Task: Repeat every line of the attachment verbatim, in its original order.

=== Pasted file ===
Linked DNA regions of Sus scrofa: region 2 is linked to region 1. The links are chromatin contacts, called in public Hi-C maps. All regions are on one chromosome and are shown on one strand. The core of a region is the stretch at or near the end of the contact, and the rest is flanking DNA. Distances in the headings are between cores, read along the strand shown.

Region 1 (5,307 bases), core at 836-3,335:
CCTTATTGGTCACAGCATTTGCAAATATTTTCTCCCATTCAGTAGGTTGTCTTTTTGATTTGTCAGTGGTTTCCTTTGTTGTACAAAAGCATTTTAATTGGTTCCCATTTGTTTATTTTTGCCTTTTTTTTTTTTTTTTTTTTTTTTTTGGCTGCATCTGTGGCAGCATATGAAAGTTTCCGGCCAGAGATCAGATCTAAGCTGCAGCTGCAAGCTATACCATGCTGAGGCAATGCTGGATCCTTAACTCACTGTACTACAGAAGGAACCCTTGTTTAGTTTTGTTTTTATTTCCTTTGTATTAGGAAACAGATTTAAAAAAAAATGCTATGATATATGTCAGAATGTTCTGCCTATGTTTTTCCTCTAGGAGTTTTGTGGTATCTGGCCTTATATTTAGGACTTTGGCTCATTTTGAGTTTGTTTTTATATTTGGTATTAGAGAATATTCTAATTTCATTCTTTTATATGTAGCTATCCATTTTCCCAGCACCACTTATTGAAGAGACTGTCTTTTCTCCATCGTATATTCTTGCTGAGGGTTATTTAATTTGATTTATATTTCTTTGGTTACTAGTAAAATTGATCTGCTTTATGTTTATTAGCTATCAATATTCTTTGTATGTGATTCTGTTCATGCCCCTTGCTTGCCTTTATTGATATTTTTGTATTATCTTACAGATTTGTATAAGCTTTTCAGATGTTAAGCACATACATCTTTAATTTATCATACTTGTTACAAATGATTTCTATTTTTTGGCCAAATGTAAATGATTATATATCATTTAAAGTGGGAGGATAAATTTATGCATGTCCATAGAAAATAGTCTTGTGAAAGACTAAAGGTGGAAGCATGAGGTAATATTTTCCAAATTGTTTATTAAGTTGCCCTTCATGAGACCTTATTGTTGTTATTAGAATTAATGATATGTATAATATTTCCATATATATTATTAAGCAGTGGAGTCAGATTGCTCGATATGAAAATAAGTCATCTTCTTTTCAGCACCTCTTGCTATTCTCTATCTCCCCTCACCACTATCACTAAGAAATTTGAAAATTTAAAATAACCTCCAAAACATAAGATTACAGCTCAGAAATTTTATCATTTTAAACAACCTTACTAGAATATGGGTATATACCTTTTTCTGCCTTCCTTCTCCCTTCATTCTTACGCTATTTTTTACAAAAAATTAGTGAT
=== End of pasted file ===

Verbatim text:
Linked DNA regions of Sus scrofa: region 2 is linked to region 1. The links are chromatin contacts, called in public Hi-C maps. All regions are on one chromosome and are shown on one strand. The core of a region is the stretch at or near the end of the contact, and the rest is flanking DNA. Distances in the headings are between cores, read along the strand shown.

Region 1 (5,307 bases), core at 836-3,335:
CCTTATTGGTCACAGCATTTGCAAATATTTTCTCCCATTCAGTAGGTTGTCTTTTTGATTTGTCAGTGGTTTCCTTTGTTGTACAAAAGCATTTTAATTGGTTCCCATTTGTTTATTTTTGCCTTTTTTTTTTTTTTTTTTTTTTTTTTGGCTGCATCTGTGGCAGCATATGAAAGTTTCCGGCCAGAGATCAGATCTAAGCTGCAGCTGCAAGCTATACCATGCTGAGGCAATGCTGGATCCTTAACTCACTGTACTACAGAAGGAACCCTTGTTTAGTTTTGTTTTTATTTCCTTTGTATTAGGAAACAGATTTAAAAAAAAATGCTATGATATATGTCAGAATGTTCTGCCTATGTTTTTCCTCTAGGAGTTTTGTGGTATCTGGCCTTATATTTAGGACTTTGGCTCATTTTGAGTTTGTTTTTATATTTGGTATTAGAGAATATTCTAATTTCATTCTTTTATATGTAGCTATCCATTTTCCCAGCACCACTTATTGAAGAGACTGTCTTTTCTCCATCGTATATTCTTGCTGAGGGTTATTTAATTTGATTTATATTTCTTTGGTTACTAGTAAAATTGATCTGCTTTATGTTTATTAGCTATCAATATTCTTTGTATGTGATTCTGTTCATGCCCCTTGCTTGCCTTTATTGATATTTTTGTATTATCTTACAGATTTGTATAAGCTTTTCAGATGTTAAGCACATACATCTTTAATTTATCATACTTGTTACAAATGATTTCTATTTTTTGGCCAAATGTAAATGATTATATATCATTTAAAGTGGGAGGATAAATTTATGCATGTCCATAGAAAATAGTCTTGTGAAAGACTAAAGGTGGAAGCATGAGGTAATATTTTCCAAATTGTTTATTAAGTTGCCCTTCATGAGACCTTATTGTTGTTATTAGAATTAATGATATGTATAATATTTCCATATATATTATTAAGCAGTGGAGTCAGATTGCTCGATATGAAAATAAGTCATCTTCTTTTCAGCACCTCTTGCTATTCTCTATCTCCCCTCACCACTATCACTAAGAAATTTGAAAATTTAAAATAACCTCCAAAACATAAGATTACAGCTCAGAAATTTTATCATTTTAAACAACCTTACTAGAATATGGGTATATACCTTTTTCTGCCTTCCTTCTCCCTTCATTCTTACGCTATTTTTTACAAAAAATTAGTGAT